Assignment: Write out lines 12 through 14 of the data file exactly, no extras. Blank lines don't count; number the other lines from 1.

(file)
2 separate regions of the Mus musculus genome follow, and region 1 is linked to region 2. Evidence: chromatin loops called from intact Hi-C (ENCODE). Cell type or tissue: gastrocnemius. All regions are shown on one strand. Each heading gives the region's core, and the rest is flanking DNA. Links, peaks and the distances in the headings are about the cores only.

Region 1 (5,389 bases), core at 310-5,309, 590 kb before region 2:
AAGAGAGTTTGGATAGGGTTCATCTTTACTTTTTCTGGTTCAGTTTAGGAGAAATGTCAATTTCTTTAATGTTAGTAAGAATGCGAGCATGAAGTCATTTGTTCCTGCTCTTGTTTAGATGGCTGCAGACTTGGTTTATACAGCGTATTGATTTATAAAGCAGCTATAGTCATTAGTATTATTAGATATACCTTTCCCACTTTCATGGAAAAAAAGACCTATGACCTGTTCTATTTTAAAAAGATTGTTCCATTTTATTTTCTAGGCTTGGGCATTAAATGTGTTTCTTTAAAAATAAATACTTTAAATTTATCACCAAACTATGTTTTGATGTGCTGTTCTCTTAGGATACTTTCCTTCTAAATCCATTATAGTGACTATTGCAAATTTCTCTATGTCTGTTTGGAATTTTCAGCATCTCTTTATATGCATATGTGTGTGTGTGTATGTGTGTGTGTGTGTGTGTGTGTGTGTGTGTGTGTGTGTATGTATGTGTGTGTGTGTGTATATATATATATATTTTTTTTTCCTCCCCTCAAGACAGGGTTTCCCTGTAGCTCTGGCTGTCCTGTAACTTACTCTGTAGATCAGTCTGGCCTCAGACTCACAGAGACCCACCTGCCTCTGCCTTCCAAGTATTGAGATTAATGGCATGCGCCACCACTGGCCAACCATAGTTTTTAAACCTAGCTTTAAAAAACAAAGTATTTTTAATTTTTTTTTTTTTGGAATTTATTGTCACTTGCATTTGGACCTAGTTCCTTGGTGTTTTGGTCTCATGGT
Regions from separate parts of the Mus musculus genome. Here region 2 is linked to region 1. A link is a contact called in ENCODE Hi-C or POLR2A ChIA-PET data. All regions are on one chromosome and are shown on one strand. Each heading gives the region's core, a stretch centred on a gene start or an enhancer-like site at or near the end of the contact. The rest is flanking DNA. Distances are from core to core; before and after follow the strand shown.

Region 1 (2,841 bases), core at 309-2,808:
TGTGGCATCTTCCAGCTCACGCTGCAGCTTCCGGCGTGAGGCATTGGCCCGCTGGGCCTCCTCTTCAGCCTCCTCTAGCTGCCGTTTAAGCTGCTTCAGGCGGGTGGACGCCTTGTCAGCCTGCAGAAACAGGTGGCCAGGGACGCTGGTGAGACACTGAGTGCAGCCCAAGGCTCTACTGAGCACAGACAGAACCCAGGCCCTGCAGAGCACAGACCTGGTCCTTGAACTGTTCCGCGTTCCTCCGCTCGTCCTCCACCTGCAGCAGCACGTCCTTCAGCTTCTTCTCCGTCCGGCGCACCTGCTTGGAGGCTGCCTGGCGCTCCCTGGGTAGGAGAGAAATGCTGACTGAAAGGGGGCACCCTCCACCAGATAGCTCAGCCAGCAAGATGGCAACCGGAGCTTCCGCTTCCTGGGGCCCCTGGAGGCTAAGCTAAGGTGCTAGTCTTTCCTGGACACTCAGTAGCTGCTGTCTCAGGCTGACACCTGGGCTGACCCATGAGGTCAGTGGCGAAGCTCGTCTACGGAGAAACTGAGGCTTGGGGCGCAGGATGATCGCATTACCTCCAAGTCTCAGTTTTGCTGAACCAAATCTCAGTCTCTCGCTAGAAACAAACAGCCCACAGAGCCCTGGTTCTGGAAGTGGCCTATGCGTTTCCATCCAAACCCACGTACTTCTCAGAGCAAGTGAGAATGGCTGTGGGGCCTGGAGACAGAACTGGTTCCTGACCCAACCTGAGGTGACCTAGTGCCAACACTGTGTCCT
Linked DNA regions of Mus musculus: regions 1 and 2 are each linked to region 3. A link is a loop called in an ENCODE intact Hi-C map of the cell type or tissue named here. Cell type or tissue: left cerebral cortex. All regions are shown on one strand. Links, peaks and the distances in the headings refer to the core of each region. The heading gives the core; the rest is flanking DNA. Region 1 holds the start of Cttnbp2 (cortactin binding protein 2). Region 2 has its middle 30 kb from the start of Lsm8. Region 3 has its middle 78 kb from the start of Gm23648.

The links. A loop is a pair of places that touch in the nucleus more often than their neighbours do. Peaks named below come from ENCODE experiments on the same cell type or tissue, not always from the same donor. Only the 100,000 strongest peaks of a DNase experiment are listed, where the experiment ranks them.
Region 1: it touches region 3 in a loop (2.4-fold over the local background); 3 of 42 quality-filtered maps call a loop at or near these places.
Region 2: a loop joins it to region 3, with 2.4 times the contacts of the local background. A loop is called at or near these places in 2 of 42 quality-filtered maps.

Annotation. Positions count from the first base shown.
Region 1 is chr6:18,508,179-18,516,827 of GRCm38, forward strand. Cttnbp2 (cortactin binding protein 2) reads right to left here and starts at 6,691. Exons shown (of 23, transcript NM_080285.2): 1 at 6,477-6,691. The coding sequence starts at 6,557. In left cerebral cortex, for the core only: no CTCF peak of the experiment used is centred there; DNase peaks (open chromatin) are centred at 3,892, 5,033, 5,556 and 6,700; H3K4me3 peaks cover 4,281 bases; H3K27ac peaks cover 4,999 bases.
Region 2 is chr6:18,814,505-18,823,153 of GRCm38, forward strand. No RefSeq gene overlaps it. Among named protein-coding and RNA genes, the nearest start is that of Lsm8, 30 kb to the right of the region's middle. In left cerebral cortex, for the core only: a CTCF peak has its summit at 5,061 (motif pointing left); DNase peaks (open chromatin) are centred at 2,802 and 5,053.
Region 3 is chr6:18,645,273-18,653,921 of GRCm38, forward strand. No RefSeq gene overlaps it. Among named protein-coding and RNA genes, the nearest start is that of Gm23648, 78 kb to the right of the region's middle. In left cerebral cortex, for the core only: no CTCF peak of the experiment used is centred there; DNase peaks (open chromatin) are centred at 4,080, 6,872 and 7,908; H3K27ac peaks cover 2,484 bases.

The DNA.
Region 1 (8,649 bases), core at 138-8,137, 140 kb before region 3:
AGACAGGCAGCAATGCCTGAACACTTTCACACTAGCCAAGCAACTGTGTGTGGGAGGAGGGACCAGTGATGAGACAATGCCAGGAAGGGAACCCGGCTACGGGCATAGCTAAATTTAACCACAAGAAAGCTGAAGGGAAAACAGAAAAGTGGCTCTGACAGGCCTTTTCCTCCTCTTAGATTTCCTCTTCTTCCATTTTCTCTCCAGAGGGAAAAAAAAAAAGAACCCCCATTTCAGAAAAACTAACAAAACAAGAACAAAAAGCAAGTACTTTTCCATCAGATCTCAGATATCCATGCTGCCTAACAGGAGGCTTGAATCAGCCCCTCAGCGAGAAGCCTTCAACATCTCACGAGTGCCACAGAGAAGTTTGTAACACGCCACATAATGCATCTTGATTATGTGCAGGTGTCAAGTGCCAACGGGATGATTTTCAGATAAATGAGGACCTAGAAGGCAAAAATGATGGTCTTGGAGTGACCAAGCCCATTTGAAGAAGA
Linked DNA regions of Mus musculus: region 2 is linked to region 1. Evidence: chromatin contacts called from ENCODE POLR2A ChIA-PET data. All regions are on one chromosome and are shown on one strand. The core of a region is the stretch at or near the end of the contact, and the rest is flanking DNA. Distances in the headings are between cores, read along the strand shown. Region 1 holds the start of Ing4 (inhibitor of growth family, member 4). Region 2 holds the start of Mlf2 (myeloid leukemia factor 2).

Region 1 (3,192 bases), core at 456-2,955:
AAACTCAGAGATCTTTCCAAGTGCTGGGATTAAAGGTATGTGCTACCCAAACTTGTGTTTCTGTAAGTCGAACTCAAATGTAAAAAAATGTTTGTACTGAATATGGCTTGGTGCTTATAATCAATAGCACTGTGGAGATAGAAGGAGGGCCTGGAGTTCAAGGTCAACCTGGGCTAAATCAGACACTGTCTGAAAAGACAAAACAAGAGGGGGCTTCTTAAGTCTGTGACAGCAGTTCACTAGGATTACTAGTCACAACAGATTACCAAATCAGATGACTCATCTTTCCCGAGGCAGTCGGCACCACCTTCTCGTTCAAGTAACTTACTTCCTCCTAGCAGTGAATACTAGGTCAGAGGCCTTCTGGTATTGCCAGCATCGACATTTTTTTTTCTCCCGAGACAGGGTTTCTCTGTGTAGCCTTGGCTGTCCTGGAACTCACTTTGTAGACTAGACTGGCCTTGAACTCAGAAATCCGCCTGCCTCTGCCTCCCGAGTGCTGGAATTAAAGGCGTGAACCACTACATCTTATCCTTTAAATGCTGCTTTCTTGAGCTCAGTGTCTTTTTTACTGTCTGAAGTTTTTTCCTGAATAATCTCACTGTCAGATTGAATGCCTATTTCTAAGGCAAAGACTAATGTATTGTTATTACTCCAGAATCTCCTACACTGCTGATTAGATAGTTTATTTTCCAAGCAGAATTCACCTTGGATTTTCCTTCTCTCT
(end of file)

Region 1 is chr6:18,508,179-18,516,827 of GRCm38, forward strand. Cttnbp2 (cortactin binding protein 2) reads right to left here and starts at 6,691. Exons shown (of 23, transcript NM_080285.2): 1 at 6,477-6,691. The coding sequence starts at 6,557. In left cerebral cortex, for the core only: no CTCF peak of the experiment used is centred there; DNase peaks (open chromatin) are centred at 3,892, 5,033, 5,556 and 6,700; H3K4me3 peaks cover 4,281 bases; H3K27ac peaks cover 4,999 bases.
Region 2 is chr6:18,814,505-18,823,153 of GRCm38, forward strand. No RefSeq gene overlaps it. Among named protein-coding and RNA genes, the nearest start is that of Lsm8, 30 kb to the right of the region's middle. In left cerebral cortex, for the core only: a CTCF peak has its summit at 5,061 (motif pointing left); DNase peaks (open chromatin) are centred at 2,802 and 5,053.
Region 3 is chr6:18,645,273-18,653,921 of GRCm38, forward strand. No RefSeq gene overlaps it. Among named protein-coding and RNA genes, the nearest start is that of Gm23648, 78 kb to the right of the region's middle. In left cerebral cortex, for the core only: no CTCF peak of the experiment used is centred there; DNase peaks (open chromatin) are centred at 4,080, 6,872 and 7,908; H3K27ac peaks cover 2,484 bases.